The U.S. House of Representatives Tuesday passed a broad energy bill that will boost automobile fuel efficiency standards and require more use of renewable fuels like ethanol.
Following is a summary of some key items of the Energy Independence and Security Act, already passed by the Senate, which President George W. Bush is expected to sign into law this week:
Vehicle Fuel Economy:
- Increases Corporate Average Fuel Economy, or CAFE, standards to 35 miles per gallon (15 km per liter) by 2020 -- the first congressional increase in 32 years.
- Sets separate standards for cars and light trucks.
- Beginning in 2011 model year, National Highway Traffic Safety Administration annually increases nationwide CAFE standard. For 2021-2030 model years, car and light truck standards rise at a "maximum feasible rate" set by NHTSA.
- Automakers can trade fuel economy credits earned between the passenger car and light truck fleets when they exceed goals, and borrow against future gains for up to 3 years.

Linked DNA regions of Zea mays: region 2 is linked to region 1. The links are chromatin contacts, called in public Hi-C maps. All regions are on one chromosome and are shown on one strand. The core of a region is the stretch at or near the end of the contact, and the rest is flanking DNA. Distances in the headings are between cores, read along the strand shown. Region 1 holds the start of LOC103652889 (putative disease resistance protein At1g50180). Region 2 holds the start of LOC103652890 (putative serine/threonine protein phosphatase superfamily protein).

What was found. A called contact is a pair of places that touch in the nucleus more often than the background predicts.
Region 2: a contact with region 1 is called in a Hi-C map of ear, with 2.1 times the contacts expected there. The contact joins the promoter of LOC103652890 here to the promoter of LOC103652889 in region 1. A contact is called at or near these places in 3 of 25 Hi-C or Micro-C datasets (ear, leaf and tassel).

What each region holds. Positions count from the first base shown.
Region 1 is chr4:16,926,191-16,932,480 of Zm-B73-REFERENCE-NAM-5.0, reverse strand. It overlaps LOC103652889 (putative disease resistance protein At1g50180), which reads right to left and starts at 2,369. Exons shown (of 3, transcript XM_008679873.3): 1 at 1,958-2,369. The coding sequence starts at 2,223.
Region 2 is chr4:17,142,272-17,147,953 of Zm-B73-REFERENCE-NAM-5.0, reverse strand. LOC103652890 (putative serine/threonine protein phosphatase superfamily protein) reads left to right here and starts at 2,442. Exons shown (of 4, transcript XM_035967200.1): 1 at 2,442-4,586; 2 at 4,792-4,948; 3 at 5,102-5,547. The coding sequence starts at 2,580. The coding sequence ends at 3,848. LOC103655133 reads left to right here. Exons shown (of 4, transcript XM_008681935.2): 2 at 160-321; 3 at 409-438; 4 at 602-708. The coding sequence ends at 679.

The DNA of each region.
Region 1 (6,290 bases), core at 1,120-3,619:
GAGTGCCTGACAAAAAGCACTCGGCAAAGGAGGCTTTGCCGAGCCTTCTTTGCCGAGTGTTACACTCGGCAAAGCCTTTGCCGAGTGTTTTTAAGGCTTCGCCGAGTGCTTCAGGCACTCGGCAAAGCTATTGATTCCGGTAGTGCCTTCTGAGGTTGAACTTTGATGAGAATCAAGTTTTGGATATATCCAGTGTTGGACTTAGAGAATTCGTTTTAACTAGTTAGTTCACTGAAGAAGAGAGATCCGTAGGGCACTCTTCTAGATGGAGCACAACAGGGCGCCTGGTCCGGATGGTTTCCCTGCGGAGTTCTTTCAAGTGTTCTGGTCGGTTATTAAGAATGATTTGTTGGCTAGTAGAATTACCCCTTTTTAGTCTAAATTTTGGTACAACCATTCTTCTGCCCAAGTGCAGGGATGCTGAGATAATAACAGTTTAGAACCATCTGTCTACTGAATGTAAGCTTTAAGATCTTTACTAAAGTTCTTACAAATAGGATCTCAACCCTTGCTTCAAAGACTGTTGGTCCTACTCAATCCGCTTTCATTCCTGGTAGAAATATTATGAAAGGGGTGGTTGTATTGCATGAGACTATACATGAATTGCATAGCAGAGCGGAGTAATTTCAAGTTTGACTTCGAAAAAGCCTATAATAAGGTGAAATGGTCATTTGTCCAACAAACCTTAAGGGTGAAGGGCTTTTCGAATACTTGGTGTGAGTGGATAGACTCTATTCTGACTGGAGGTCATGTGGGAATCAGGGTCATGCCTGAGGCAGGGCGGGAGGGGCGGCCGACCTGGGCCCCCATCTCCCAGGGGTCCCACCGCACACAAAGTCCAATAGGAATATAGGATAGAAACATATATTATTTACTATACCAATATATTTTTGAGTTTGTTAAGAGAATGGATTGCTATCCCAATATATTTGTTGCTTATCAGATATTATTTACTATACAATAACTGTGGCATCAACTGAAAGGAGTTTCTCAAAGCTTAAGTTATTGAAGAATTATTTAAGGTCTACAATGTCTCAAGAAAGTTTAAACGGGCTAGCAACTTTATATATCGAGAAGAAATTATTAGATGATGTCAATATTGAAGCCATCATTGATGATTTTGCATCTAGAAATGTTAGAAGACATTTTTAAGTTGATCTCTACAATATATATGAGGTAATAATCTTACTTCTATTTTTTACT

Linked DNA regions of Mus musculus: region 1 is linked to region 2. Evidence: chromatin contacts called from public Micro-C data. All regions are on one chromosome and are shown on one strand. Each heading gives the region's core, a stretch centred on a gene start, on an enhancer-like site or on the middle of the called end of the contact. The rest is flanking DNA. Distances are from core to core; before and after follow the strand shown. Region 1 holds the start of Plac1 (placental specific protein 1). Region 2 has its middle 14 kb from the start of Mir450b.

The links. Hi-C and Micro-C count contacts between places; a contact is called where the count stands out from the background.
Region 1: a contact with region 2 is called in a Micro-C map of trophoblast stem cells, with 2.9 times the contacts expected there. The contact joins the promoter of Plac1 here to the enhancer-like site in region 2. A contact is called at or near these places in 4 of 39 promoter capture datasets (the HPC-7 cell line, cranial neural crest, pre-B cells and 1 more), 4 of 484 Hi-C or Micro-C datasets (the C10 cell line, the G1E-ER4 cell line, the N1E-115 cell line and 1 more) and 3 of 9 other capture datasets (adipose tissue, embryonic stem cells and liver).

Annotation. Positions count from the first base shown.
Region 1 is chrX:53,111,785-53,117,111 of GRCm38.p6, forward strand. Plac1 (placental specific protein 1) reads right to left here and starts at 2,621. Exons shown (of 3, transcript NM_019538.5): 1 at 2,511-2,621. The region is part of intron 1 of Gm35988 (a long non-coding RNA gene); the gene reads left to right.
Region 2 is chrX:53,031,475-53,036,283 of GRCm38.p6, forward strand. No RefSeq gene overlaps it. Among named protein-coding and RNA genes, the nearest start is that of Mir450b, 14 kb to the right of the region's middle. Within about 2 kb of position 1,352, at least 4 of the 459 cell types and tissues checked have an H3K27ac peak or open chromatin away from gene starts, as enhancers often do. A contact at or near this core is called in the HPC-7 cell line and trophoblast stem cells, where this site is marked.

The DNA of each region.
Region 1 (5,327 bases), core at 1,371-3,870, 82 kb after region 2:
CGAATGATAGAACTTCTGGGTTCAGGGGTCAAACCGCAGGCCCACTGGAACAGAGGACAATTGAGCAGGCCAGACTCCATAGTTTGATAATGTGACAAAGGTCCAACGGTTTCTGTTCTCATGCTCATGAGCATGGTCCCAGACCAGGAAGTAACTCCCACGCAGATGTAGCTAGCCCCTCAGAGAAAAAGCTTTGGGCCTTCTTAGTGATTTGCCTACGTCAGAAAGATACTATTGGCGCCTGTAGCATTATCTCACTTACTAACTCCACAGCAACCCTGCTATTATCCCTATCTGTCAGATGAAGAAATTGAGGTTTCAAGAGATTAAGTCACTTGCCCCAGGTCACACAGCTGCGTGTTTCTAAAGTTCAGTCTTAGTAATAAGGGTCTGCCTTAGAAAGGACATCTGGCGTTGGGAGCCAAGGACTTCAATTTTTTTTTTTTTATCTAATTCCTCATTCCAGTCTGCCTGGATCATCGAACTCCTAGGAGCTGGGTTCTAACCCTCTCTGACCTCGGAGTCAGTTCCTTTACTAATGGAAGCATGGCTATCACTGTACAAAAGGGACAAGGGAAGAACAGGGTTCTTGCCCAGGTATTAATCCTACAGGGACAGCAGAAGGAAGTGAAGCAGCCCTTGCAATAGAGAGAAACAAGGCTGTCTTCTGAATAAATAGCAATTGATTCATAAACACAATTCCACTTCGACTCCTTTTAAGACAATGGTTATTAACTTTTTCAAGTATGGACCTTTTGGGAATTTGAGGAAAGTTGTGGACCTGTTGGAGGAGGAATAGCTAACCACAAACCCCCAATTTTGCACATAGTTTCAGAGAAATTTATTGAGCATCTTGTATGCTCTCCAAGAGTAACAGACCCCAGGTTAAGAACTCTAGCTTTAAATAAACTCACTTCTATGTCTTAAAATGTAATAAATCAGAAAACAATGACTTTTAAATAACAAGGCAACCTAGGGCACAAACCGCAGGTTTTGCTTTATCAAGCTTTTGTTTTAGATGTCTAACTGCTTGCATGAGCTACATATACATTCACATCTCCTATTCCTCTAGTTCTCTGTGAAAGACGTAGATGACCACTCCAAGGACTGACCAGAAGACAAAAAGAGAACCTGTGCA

- Could lower U.S. crude oil usage by 2 million barrels per day -- or 8 percent -- by 2030, according to government estimates.
- Increased vehicle fuel efficiency will save American families $700 to $1,000 a year at the pump.
Renewable Fuel Mandate:
- Expands mandate for U.S.-grown biofuels, such as ethanol, to 36 billion gallons in 2022, versus current levels near 6.5 billion gallons. Near-term usage requirement goes to 9 billion gallons in 2008 and 15.2 billion gallons in 2011.
- Caps ethanol supply from corn at 15 billion gallons; the rest must come from non-food "cellulosic" sources, such as switchgrass and wood chips.
- Bans companies from restricting installation of ethanol pumps as part of franchise agreements.
Efficiency and Research:
- Increases the efficiency of buildings, homes, appliances, and lighting, reducing heat-trapping carbon dioxide emissions 75 percent.
- Building, appliance, and lighting efficiency will save consumers $400 billion through 2030.
- Phases out use of incandescent lightbulbs, cutting energy use from light bulbs by 60 percent by 2020.
- Requires dishwashers to cut water usage by 28 percent and clothes washers by 40 percent.
- Sets new incentives for developing energy from wind, solar, geothermal and other renewable sources.
- Funds new research into capturing carbon emissions from coal plants and sequestering them in underground reservoirs.